Read on line
Listen on line
Main > Arabic folktales > Fairy tale "The Adventures of Prince Camaralzaman and the Princess Badoura"

The Adventures of Prince Camaralzaman and the Princess Badoura

But the slave persisted so strongly that he knew nothing of any lady, and still less of how she got into the tower, that the prince lost all patience, and after giving him a good beating tied a rope round him and ducked him in the well till the unfortunate man cried out that he would tell everything. Then the prince drew him up all dripping wet, but the slave begged leave to change his clothes first, and as soon as the prince consented hurried off just as he was to the palace. Here he found the king talking to the grand-vizir of all the anxiety his son had caused him. The slave was admitted at once and cried:

"Alas, Sire! I bring sad news to your Majesty. There can be no doubt that the prince has completely lost his senses. He declares that he saw a lady sleeping on his couch last night, and the state you see me in proves how violent contradiction makes him." He then gave a minute account of all the prince had said and done.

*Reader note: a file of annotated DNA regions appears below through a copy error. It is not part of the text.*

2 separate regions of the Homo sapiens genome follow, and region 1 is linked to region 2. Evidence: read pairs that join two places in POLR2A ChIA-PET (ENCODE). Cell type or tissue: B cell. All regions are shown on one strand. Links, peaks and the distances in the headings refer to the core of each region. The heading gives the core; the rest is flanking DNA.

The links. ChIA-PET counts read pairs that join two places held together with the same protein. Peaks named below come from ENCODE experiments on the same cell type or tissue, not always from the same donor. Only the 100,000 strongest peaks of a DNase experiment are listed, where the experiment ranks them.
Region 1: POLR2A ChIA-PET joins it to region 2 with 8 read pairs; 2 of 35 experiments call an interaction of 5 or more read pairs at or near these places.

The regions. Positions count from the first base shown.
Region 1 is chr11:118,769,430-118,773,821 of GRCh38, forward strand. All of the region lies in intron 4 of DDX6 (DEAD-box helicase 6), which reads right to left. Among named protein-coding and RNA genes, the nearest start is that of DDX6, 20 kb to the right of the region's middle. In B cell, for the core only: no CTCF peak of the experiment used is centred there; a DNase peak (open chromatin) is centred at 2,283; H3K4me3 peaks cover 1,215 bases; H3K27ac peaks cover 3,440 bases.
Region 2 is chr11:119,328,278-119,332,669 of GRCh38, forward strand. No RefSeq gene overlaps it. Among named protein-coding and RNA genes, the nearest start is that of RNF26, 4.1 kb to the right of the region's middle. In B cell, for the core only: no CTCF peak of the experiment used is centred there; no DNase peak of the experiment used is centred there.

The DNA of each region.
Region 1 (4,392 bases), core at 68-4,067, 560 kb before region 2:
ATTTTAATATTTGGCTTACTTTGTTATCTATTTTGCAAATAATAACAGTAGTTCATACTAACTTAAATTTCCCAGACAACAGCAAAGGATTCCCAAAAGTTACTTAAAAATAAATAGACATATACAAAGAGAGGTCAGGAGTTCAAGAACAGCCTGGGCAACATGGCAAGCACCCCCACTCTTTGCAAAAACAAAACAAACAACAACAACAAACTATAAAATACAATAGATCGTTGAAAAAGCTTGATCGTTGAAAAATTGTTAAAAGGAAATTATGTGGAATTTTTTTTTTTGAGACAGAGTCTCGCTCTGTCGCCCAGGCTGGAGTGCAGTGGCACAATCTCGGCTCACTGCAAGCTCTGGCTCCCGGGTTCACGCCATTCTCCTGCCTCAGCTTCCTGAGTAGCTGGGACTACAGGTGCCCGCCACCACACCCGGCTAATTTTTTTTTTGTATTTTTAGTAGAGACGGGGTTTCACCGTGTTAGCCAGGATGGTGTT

The king, much moved, begged the vizir to examine into this new misfortune, and the latter at once went to the tower, where he found the prince quietly reading a book. After the first exchange of greetings the vizir said:

"I feel really very angry with your slave for alarming his Majesty by the news he brought him."

"What news?" asked the prince.

"Ah!" replied the vizir, "something absurd, I feel sure, seeing how I find you."

"Most likely," said the prince; "but now that you are here I am glad of the opportunity to ask you where is the lady who slept in this room last night?"

The grand-vizir felt beside himself at this question.

"Prince!" he exclaimed, "how would it be possible for any man, much less a woman, to enter this room at night without walking over your slave on the threshold? Pray consider the matter, and you will realise that you have been deeply impressed by some dream."

But the prince angrily insisted on knowing who and where the lady was, and was not to be persuaded by all the vizir's protestations to the contrary that the plot had not been one of his making.

Also read
Read
The Three Princes
Category: Saudi Arabia folktales
Read times: 1510
Read
Sunlight and Moonlight
Category: Tibet folktales
Read times: 145
Read
The Six Friends
Category: Tibet folktales
Read times: 83